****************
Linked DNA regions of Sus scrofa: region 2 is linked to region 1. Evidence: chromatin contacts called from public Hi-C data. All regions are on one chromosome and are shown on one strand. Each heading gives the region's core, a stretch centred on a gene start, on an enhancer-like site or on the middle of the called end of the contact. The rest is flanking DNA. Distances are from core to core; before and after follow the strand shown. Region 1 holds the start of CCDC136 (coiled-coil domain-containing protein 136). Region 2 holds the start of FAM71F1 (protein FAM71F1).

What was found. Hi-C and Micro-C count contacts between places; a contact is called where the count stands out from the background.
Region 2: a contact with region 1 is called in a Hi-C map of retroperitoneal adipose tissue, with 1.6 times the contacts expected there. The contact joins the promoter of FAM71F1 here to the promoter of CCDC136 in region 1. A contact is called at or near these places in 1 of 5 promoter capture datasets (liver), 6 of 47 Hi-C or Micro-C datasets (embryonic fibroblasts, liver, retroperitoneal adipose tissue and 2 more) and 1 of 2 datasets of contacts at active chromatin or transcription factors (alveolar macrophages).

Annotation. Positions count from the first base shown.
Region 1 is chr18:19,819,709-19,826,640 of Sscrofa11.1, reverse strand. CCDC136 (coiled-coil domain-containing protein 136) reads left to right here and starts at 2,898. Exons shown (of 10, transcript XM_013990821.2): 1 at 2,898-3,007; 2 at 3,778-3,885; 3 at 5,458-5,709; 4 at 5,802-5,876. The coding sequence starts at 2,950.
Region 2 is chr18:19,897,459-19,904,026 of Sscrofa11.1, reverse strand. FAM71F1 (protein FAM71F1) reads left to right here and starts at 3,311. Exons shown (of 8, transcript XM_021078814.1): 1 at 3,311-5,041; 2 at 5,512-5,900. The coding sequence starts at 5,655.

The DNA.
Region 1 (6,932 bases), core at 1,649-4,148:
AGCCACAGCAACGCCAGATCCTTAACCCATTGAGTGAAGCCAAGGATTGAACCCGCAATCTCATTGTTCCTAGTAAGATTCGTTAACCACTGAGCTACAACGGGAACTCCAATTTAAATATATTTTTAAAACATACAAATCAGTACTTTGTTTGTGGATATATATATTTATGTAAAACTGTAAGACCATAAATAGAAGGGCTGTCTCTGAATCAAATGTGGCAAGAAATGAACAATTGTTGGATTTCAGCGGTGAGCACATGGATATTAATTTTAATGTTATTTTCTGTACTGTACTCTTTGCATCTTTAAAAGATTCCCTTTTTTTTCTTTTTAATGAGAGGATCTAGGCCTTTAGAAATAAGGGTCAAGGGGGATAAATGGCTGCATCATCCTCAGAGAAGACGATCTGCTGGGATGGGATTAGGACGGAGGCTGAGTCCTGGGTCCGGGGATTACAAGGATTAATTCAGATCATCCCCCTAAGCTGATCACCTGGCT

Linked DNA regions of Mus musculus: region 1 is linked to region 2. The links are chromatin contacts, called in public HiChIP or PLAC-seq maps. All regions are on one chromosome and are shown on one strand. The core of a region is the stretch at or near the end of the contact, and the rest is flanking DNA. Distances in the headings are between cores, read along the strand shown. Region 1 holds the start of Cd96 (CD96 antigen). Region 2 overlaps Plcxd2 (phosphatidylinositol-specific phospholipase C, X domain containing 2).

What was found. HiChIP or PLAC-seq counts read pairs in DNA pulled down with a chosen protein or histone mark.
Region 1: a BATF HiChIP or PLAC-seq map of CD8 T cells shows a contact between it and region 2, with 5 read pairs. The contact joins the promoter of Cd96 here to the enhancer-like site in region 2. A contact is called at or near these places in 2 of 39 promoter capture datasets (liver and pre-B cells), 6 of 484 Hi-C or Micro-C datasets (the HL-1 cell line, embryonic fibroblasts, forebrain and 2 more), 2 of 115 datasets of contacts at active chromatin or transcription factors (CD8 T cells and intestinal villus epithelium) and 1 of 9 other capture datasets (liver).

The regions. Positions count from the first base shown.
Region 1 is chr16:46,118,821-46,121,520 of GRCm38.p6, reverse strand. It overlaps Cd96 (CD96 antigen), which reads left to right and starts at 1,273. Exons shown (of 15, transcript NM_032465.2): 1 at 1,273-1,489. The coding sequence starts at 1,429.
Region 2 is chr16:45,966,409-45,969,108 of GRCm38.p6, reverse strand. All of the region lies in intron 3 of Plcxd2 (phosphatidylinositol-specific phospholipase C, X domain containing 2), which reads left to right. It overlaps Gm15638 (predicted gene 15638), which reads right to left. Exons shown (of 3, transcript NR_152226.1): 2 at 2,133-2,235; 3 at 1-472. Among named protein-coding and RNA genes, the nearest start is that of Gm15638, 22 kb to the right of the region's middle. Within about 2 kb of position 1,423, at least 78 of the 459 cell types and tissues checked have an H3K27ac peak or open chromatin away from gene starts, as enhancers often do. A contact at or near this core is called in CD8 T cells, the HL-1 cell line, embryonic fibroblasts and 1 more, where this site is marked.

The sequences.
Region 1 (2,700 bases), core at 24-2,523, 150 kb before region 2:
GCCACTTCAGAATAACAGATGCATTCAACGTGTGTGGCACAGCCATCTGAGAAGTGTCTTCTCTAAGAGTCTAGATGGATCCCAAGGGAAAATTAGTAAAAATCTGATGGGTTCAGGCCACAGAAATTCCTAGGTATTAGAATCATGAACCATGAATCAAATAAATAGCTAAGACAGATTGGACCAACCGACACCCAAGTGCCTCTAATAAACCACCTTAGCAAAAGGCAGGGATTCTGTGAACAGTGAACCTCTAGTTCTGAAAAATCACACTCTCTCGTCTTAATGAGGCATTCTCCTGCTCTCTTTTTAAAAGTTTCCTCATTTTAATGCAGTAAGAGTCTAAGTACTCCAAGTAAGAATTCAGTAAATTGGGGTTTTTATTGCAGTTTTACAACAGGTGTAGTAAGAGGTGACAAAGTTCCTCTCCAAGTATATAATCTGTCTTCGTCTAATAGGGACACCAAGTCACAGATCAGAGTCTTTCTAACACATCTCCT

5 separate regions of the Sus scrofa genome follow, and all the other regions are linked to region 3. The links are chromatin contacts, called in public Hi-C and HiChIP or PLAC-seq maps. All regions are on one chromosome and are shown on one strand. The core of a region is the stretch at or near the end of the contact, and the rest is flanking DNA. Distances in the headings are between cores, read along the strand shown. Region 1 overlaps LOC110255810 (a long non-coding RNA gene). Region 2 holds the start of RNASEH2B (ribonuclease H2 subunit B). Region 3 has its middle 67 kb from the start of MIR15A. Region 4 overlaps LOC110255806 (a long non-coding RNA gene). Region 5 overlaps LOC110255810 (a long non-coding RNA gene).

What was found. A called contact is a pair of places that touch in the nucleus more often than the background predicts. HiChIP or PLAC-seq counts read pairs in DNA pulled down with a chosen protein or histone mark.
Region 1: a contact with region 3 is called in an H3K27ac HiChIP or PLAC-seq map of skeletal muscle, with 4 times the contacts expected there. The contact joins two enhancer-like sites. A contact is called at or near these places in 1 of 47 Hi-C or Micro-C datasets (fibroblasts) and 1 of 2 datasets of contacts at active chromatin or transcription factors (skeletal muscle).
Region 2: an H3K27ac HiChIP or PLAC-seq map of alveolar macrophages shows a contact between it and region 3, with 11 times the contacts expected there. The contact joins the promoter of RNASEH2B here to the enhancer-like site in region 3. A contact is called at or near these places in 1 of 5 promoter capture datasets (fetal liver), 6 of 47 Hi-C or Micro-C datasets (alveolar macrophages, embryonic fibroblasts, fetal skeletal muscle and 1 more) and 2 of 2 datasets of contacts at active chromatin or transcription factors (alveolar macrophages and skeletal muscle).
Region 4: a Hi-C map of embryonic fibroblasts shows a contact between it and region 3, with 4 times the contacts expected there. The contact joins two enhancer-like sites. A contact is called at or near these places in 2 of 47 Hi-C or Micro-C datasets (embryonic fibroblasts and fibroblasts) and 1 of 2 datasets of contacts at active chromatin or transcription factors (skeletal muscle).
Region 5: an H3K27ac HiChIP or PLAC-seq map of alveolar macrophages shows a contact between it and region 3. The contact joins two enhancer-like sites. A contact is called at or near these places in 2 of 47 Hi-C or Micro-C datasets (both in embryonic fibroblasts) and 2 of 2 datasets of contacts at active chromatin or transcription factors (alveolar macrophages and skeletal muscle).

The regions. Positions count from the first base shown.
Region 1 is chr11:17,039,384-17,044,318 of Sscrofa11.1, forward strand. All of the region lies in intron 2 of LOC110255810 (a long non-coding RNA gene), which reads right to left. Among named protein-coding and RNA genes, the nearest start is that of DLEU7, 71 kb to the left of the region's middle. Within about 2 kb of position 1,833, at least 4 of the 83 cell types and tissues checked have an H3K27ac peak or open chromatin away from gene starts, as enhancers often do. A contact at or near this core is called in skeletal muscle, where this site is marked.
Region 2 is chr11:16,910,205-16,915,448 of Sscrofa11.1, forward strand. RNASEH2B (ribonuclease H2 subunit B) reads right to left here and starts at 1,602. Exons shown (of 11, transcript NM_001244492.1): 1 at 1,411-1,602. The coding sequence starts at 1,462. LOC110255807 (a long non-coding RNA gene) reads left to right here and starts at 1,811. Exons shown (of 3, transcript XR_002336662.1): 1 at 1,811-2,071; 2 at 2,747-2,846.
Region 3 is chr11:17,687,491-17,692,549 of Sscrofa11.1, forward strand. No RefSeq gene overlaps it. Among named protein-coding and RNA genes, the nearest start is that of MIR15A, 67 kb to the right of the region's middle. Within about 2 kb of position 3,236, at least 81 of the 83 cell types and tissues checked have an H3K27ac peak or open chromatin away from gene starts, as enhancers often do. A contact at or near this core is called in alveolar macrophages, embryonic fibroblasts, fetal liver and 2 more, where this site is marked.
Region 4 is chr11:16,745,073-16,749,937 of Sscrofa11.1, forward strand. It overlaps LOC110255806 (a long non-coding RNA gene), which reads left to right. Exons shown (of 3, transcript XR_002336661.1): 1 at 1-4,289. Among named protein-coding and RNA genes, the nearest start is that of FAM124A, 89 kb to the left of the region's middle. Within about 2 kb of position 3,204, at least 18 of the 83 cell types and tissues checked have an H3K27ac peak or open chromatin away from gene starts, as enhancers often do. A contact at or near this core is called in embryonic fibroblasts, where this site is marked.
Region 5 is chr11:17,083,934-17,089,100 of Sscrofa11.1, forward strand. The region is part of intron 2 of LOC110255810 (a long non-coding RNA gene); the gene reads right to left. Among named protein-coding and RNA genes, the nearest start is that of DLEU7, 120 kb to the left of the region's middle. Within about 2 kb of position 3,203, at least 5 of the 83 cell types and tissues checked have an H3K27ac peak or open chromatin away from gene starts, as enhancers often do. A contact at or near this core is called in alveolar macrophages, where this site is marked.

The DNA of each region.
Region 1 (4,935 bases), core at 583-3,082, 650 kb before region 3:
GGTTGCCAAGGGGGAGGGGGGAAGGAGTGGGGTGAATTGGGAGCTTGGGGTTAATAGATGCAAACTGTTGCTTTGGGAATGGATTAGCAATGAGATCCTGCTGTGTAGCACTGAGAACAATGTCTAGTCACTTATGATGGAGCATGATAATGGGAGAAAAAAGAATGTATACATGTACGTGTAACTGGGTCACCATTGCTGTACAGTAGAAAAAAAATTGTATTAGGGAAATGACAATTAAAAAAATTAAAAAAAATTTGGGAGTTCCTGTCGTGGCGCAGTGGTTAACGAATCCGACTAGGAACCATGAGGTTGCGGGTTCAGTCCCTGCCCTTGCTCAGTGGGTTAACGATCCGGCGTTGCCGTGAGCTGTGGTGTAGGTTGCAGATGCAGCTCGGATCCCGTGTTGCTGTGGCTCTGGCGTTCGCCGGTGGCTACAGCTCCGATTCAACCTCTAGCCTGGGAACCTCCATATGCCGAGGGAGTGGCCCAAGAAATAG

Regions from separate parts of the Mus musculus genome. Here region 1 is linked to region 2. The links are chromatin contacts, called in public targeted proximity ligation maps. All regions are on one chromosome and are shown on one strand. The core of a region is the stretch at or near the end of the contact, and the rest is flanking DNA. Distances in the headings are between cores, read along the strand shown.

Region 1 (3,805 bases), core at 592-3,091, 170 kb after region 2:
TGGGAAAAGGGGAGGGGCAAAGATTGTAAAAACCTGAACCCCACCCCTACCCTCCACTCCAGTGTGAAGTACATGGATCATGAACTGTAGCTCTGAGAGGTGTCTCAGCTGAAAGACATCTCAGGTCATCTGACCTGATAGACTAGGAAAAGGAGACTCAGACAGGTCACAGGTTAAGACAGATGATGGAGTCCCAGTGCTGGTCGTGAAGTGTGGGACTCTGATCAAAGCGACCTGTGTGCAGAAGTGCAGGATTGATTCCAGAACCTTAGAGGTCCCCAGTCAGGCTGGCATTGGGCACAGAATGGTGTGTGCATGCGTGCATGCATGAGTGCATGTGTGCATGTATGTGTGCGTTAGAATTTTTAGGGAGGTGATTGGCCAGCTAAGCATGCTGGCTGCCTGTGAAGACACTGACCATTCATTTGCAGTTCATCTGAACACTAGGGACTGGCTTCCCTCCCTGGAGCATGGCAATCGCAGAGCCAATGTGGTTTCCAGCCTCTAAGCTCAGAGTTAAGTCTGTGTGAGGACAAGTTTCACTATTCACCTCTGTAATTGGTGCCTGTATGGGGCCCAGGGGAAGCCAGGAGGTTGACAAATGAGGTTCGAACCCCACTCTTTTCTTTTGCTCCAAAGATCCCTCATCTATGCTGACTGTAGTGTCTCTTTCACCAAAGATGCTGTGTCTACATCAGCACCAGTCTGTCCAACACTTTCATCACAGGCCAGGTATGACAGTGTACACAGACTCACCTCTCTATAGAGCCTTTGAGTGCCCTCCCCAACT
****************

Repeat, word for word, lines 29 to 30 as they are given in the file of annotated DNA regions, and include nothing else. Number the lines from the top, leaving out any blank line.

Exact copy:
Region 4 is chr11:16,745,073-16,749,937 of Sscrofa11.1, forward strand. It overlaps LOC110255806 (a long non-coding RNA gene), which reads left to right. Exons shown (of 3, transcript XR_002336661.1): 1 at 1-4,289. Among named protein-coding and RNA genes, the nearest start is that of FAM124A, 89 kb to the left of the region's middle. Within about 2 kb of position 3,204, at least 18 of the 83 cell types and tissues checked have an H3K27ac peak or open chromatin away from gene starts, as enhancers often do. A contact at or near this core is called in embryonic fibroblasts, where this site is marked.
Region 5 is chr11:17,083,934-17,089,100 of Sscrofa11.1, forward strand. The region is part of intron 2 of LOC110255810 (a long non-coding RNA gene); the gene reads right to left. Among named protein-coding and RNA genes, the nearest start is that of DLEU7, 120 kb to the left of the region's middle. Within about 2 kb of position 3,203, at least 5 of the 83 cell types and tissues checked have an H3K27ac peak or open chromatin away from gene starts, as enhancers often do. A contact at or near this core is called in alveolar macrophages, where this site is marked.